Did you know that London has four private police forces serving the city's parks? These forces don't replace the Metropolitan Police — crimes of a serious nature are always handed over to the Met. Instead, these park forces deal with smaller issues and act as a deterrent to illegal activity. But when necessary, park constables are able to use their police powers, so don't mess with them.
Hampstead Heath Constabulary
The Hampstead Heath Constabulary is perhaps the most necessary force on this list. Hampstead Heath still hasn't shaken off its reputation for cruising and dogging, so a significant proportion of the local force's work goes towards encouraging safer sexual activity and disposing of sexual litter. The Constabulary also provided support when a young man drowned in one of the Heath's famous ponds in 2015.
Despite its name, the Constabulary's power stretches much further; it has jurisdiction on all of the green spaces owned by the City of London Corporation, bar Epping Forest (which we'll get to later). However, the Heath and nearby Highgate Wood are the constables' primary beat.
Hampstead Heath Constabulary was targeted by a Freedom Of Information request in 2016, by someone attempting to discover what the force's powers and authorities are. Apparently the Constabulary is impervious to FOI requests because it's technically a charity, which led to the person who submitted the request dubbing it an "oppressive regime". Not sure we'd go that far.
Epping Forest Keepers
The job title 'Keeper' might conjure up images of park picnics and bunny rabbits (just us?), but you shouldn't take this highly trained tactical squadron lightly. They defend the forest from gangs... of foragers. That's right, the force's most recent moment in the limelight came during its crackdown on foragers illegally stealing the forest's mushroom supply. They even had stop and search powers to make sure passers by weren't concealing any valuable mushrooms about their person.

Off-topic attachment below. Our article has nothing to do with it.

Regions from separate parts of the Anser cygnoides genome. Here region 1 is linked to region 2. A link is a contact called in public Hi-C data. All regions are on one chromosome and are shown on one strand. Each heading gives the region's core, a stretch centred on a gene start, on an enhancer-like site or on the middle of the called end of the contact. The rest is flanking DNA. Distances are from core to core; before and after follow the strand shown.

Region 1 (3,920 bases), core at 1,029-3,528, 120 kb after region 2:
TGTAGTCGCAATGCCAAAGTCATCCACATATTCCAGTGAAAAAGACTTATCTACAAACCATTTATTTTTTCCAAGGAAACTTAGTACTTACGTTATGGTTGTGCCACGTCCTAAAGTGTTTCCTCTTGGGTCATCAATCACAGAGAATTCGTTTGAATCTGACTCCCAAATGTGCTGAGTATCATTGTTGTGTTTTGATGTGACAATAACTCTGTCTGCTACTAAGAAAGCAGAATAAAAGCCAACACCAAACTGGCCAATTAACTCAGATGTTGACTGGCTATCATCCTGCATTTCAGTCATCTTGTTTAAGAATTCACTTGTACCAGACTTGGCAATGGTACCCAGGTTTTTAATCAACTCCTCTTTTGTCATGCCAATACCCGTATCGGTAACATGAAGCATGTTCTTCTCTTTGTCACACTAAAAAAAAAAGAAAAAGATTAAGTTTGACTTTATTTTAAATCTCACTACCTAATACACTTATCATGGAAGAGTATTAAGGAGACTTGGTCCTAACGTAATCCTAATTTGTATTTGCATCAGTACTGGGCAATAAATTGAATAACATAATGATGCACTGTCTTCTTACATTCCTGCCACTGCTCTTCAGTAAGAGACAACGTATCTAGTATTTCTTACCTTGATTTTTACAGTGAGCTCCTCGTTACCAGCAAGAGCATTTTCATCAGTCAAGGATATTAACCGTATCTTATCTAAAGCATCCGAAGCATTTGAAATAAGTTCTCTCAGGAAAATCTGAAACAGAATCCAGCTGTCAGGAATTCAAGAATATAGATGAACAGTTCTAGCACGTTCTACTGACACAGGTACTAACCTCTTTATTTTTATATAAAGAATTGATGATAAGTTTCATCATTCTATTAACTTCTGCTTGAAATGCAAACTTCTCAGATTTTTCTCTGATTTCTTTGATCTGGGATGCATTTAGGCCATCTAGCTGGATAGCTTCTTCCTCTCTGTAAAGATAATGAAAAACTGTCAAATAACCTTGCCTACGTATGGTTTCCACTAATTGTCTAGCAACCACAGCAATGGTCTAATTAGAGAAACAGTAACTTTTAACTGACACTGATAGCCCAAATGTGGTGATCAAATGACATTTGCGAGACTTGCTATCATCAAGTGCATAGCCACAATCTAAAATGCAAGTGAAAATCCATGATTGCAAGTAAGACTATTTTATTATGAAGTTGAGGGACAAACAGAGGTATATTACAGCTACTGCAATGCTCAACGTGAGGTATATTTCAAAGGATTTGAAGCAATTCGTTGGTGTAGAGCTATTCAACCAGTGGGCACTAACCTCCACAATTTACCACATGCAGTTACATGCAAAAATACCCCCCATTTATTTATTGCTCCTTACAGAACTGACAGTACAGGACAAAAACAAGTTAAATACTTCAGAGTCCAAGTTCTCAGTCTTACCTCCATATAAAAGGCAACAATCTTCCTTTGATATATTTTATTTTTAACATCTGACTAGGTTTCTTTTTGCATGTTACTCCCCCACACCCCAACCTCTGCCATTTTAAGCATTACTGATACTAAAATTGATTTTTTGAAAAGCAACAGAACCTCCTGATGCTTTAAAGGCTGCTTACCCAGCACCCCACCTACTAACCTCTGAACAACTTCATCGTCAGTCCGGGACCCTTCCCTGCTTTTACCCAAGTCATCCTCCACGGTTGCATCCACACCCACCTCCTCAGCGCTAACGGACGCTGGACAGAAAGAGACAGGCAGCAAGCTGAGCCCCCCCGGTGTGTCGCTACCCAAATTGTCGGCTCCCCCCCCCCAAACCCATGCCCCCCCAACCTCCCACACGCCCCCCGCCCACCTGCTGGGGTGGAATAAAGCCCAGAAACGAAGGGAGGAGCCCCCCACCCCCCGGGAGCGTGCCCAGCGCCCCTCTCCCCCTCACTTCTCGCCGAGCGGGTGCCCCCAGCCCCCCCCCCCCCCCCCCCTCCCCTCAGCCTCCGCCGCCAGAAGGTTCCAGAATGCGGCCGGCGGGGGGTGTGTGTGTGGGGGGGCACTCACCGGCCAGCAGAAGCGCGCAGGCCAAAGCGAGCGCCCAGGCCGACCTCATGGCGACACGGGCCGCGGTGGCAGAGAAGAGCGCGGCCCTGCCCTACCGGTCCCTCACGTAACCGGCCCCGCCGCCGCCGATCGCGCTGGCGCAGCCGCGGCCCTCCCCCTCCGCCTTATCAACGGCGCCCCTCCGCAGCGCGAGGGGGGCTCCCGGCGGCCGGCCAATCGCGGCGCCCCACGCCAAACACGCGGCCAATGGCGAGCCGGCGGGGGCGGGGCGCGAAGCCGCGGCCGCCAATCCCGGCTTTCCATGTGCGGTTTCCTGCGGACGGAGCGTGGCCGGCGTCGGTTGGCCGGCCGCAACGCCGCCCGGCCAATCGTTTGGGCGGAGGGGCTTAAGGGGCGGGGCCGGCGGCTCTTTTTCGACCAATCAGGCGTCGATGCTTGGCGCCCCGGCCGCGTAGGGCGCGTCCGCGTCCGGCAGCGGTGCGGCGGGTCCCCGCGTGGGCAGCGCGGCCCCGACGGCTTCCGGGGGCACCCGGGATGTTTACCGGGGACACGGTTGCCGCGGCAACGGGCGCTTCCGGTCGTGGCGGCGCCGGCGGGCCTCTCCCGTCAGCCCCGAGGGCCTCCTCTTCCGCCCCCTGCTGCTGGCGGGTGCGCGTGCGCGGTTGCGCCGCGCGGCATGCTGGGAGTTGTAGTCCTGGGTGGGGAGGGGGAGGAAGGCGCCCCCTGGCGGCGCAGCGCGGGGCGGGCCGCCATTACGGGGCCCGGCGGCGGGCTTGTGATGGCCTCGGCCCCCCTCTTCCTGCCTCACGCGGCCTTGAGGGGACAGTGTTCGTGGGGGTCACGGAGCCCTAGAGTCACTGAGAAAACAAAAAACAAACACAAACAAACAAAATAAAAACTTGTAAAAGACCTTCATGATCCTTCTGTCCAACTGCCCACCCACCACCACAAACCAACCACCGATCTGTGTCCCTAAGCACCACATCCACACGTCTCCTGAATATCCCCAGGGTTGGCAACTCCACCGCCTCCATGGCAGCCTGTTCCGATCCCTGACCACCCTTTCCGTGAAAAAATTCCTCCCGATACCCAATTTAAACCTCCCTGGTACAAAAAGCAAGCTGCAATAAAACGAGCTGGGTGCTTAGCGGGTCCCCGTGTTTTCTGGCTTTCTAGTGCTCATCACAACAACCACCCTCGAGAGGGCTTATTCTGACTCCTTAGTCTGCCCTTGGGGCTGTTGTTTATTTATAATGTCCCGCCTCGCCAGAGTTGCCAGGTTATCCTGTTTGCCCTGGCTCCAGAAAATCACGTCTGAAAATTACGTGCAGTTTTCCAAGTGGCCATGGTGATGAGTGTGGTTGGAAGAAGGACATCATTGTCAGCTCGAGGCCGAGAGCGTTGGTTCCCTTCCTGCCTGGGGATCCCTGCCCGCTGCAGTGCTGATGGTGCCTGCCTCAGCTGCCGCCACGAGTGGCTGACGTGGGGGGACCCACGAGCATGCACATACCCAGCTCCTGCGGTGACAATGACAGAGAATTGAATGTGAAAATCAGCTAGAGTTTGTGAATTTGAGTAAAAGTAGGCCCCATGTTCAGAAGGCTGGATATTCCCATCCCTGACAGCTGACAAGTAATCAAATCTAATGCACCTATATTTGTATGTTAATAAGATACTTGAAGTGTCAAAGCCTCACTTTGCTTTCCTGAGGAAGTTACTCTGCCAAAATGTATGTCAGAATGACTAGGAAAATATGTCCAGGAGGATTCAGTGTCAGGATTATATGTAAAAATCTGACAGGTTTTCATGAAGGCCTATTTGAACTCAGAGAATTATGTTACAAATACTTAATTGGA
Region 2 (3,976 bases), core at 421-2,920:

The Keepers date all the way back to the 19th century and were intended to protect the newly dubbed People's Forest — from the people themselves.
The Keepers have a friendly side too, hosting summer venison and butchery courses; going above and beyond the duties of a regular police officer.
Parks Police Service
The Parks Police Service was born out of a merger between two different boroughs' private police forces. Neighbours Kensington & Chelsea and Hammersmith & Fulham joined their forces in 2013, to create a sort of police super group — the crime fighting version of Queen and Adam Lambert, but better.
According to the website, they patrol parks 365 days a year and their duties include dog microchipping among other things. The force is surprisingly large too, with 28 people protecting the precious parks of the posh parts of west London.
Kew Gardens isn't technically a park — rather it's a botanical garden — but the Kew Constabulary still deserves a mention on this list. It was established in the 1840s and originally consisted of Crimean War veterans and part-time gardeners. The jurisdiction originally stretched to Battersea Park, but this ended towards the end of the 20th century as the country moved away from private police forces.
London had a fair few more private police forces, usually covering all the parks within a single borough. The most recent of these to disappear was the Hillingdon Parks Patrol Service. According to the council, the service's duties were split up and given to different departments.